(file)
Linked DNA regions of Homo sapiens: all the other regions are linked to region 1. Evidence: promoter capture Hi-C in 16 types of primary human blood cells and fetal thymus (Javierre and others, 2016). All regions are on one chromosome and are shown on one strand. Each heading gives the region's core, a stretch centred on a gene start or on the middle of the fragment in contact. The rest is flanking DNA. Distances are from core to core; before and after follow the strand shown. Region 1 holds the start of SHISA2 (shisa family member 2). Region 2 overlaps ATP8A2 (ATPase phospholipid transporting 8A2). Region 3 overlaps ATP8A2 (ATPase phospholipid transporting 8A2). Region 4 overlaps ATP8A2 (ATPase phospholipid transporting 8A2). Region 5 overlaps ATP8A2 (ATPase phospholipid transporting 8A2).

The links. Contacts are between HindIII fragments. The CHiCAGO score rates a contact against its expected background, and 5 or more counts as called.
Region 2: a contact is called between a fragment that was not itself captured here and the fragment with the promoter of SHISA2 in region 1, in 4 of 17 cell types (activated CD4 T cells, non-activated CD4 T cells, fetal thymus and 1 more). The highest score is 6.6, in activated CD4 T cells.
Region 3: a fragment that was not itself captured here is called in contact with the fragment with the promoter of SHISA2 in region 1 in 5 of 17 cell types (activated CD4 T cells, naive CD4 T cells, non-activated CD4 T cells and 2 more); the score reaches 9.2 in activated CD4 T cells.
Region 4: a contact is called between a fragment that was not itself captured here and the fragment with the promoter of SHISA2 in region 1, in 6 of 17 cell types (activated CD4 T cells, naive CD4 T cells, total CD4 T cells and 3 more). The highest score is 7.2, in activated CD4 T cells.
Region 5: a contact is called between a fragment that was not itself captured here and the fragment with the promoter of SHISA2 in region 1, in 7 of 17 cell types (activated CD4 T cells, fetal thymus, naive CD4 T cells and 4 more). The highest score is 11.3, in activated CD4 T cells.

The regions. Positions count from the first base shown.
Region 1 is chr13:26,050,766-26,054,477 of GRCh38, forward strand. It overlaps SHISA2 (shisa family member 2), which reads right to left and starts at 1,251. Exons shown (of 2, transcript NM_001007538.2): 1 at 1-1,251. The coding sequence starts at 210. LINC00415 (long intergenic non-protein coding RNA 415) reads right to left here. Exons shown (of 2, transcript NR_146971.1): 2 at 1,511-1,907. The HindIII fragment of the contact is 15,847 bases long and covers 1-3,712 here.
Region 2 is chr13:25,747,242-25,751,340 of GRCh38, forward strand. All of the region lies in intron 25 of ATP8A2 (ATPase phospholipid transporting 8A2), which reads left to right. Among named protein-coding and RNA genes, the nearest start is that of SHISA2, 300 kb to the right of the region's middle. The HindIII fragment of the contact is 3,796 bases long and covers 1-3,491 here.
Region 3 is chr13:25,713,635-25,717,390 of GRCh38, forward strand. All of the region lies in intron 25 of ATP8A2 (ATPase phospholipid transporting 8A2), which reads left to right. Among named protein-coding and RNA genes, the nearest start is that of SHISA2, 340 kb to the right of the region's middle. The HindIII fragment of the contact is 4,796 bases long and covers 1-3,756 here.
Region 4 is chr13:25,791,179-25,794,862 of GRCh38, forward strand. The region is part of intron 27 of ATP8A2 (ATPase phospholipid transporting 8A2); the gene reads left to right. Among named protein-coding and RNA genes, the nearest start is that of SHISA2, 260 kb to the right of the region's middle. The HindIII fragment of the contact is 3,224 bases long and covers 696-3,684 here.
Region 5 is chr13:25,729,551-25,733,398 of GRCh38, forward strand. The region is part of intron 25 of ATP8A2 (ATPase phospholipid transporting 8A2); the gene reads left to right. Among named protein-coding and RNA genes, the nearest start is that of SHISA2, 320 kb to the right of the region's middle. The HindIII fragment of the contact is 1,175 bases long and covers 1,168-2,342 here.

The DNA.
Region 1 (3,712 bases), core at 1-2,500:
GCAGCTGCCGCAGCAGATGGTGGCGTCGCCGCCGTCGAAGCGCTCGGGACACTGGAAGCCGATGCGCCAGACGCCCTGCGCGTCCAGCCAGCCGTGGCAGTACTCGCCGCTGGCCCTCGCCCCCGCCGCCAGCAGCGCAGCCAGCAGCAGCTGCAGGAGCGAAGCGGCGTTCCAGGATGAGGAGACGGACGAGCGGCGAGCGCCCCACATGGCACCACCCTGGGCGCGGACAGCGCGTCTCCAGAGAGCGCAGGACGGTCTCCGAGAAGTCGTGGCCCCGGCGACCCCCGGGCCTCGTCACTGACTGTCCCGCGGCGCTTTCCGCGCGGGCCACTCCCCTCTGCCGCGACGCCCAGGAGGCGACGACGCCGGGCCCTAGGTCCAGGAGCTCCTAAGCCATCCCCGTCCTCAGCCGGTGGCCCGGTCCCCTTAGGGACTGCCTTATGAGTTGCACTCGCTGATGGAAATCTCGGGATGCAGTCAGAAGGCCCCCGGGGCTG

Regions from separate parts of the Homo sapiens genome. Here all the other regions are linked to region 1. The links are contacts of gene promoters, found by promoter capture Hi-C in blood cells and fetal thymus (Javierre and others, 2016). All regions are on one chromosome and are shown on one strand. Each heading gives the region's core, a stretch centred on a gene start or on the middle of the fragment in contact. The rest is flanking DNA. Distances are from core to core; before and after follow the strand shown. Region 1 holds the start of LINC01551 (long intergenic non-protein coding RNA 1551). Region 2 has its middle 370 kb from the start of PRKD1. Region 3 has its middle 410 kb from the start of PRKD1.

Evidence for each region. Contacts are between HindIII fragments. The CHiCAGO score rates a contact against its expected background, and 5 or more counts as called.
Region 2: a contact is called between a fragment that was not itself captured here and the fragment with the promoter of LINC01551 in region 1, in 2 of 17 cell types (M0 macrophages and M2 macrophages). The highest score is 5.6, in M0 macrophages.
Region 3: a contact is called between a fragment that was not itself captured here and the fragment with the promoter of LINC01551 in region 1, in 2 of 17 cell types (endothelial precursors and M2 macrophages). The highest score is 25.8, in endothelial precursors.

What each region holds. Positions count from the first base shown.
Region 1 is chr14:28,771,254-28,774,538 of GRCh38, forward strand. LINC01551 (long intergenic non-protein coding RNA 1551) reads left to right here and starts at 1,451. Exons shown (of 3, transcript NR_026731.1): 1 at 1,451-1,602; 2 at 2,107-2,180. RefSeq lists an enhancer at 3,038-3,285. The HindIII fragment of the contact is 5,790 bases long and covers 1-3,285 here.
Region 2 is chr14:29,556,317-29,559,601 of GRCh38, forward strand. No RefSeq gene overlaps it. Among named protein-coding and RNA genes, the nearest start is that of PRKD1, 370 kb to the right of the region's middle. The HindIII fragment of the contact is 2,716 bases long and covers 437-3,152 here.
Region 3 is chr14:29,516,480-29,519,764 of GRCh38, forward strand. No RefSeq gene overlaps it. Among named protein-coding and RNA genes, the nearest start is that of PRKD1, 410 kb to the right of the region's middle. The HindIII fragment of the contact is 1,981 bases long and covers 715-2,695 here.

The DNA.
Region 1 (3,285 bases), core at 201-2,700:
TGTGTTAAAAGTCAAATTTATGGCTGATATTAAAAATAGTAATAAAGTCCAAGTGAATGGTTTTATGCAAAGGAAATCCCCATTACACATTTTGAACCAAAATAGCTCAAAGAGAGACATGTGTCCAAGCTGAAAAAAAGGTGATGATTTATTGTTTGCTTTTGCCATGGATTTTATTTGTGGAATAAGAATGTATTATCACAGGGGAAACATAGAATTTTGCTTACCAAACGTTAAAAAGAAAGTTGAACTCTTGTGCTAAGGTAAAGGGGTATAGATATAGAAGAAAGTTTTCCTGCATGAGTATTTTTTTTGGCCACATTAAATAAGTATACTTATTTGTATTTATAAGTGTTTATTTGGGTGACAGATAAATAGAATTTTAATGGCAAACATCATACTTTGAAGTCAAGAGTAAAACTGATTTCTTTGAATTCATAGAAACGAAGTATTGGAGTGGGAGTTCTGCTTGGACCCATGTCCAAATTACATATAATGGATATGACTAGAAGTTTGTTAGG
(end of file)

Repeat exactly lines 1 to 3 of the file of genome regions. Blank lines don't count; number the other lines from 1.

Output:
Linked DNA regions of Homo sapiens: all the other regions are linked to region 1. Evidence: promoter capture Hi-C in 16 types of primary human blood cells and fetal thymus (Javierre and others, 2016). All regions are on one chromosome and are shown on one strand. Each heading gives the region's core, a stretch centred on a gene start or on the middle of the fragment in contact. The rest is flanking DNA. Distances are from core to core; before and after follow the strand shown. Region 1 holds the start of SHISA2 (shisa family member 2). Region 2 overlaps ATP8A2 (ATPase phospholipid transporting 8A2). Region 3 overlaps ATP8A2 (ATPase phospholipid transporting 8A2). Region 4 overlaps ATP8A2 (ATPase phospholipid transporting 8A2). Region 5 overlaps ATP8A2 (ATPase phospholipid transporting 8A2).

The links. Contacts are between HindIII fragments. The CHiCAGO score rates a contact against its expected background, and 5 or more counts as called.
Region 2: a contact is called between a fragment that was not itself captured here and the fragment with the promoter of SHISA2 in region 1, in 4 of 17 cell types (activated CD4 T cells, non-activated CD4 T cells, fetal thymus and 1 more). The highest score is 6.6, in activated CD4 T cells.